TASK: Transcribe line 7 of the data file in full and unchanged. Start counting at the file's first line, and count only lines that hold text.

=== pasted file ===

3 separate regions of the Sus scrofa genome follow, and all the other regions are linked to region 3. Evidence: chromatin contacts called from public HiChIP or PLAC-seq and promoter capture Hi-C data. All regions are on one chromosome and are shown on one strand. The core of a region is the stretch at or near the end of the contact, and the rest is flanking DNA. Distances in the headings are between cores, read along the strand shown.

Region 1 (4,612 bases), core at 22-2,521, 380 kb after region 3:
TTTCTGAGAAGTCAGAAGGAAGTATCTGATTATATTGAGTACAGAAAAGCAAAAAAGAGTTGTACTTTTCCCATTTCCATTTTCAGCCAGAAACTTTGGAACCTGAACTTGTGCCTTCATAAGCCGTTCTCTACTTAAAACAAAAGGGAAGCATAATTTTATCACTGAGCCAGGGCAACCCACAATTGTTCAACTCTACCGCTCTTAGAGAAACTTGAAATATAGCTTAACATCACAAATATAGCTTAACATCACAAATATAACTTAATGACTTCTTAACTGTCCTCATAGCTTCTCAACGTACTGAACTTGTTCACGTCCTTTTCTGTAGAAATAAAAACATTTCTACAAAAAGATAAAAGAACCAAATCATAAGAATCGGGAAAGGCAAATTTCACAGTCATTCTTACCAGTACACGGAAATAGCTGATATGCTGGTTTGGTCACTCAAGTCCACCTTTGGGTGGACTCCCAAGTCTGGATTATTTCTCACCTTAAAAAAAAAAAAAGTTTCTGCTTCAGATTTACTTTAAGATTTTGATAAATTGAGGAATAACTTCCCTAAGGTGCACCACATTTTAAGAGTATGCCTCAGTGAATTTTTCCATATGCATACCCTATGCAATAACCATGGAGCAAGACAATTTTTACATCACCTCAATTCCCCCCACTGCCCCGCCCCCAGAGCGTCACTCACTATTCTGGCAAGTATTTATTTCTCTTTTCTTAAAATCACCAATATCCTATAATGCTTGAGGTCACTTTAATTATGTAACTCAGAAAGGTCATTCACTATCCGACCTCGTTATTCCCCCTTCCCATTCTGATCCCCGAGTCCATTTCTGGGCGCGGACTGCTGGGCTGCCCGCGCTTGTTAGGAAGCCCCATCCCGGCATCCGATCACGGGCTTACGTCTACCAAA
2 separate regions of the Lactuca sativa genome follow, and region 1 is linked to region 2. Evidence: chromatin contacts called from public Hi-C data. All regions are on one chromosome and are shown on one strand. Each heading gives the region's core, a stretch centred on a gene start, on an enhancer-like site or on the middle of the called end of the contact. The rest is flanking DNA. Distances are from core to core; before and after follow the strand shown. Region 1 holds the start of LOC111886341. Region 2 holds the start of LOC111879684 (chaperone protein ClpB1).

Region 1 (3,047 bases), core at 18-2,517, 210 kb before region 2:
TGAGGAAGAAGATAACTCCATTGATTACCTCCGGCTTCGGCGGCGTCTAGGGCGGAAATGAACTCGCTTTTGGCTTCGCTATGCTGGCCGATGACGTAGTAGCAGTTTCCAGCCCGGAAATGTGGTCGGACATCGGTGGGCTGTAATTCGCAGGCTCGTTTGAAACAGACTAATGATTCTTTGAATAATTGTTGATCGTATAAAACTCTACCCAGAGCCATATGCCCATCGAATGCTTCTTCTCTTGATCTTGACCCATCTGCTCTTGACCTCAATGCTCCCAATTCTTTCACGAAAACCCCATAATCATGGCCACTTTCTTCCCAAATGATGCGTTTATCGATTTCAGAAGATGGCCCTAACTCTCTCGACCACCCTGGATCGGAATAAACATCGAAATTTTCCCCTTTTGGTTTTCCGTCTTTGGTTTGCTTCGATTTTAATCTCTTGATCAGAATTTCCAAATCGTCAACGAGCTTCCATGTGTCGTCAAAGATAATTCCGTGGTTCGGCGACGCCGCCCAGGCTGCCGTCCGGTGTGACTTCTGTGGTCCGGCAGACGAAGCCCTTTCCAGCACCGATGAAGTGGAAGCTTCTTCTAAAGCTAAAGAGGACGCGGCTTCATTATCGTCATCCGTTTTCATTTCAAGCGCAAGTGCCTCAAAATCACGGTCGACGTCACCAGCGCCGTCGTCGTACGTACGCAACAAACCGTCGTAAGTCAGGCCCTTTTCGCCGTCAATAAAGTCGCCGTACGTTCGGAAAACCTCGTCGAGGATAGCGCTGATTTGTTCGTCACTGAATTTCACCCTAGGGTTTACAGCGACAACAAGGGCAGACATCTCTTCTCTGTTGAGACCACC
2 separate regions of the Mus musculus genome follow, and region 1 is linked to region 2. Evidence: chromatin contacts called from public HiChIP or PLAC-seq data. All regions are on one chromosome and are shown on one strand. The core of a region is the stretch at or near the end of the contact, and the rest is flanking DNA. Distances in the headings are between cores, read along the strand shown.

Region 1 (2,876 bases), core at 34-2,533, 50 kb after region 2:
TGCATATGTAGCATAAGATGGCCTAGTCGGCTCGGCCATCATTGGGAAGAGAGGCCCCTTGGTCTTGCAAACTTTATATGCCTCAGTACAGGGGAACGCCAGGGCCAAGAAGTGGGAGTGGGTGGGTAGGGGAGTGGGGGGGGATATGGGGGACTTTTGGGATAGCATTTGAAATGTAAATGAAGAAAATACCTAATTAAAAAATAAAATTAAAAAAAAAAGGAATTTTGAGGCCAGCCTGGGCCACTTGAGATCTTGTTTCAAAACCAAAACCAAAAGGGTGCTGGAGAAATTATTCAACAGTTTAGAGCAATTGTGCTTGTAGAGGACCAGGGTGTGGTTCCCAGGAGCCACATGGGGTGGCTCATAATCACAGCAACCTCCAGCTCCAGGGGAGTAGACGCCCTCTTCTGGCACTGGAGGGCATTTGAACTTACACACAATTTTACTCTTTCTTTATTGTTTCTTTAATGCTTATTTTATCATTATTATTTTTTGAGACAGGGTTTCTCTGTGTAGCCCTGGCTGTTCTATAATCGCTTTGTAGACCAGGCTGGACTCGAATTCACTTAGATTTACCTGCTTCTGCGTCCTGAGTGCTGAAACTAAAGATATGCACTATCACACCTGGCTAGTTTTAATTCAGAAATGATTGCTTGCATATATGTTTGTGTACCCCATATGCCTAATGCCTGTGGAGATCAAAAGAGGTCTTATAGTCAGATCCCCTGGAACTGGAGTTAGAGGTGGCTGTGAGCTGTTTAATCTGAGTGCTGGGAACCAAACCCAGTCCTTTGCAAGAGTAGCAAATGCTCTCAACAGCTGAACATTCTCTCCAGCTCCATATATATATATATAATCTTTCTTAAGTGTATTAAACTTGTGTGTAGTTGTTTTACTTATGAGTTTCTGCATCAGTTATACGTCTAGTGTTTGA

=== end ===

2 separate regions of the Mus musculus genome follow, and region 1 is linked to region 2. Evidence: chromatin contacts called from public HiChIP or PLAC-seq data. All regions are on one chromosome and are shown on one strand. The core of a region is the stretch at or near the end of the contact, and the rest is flanking DNA. Distances in the headings are between cores, read along the strand shown.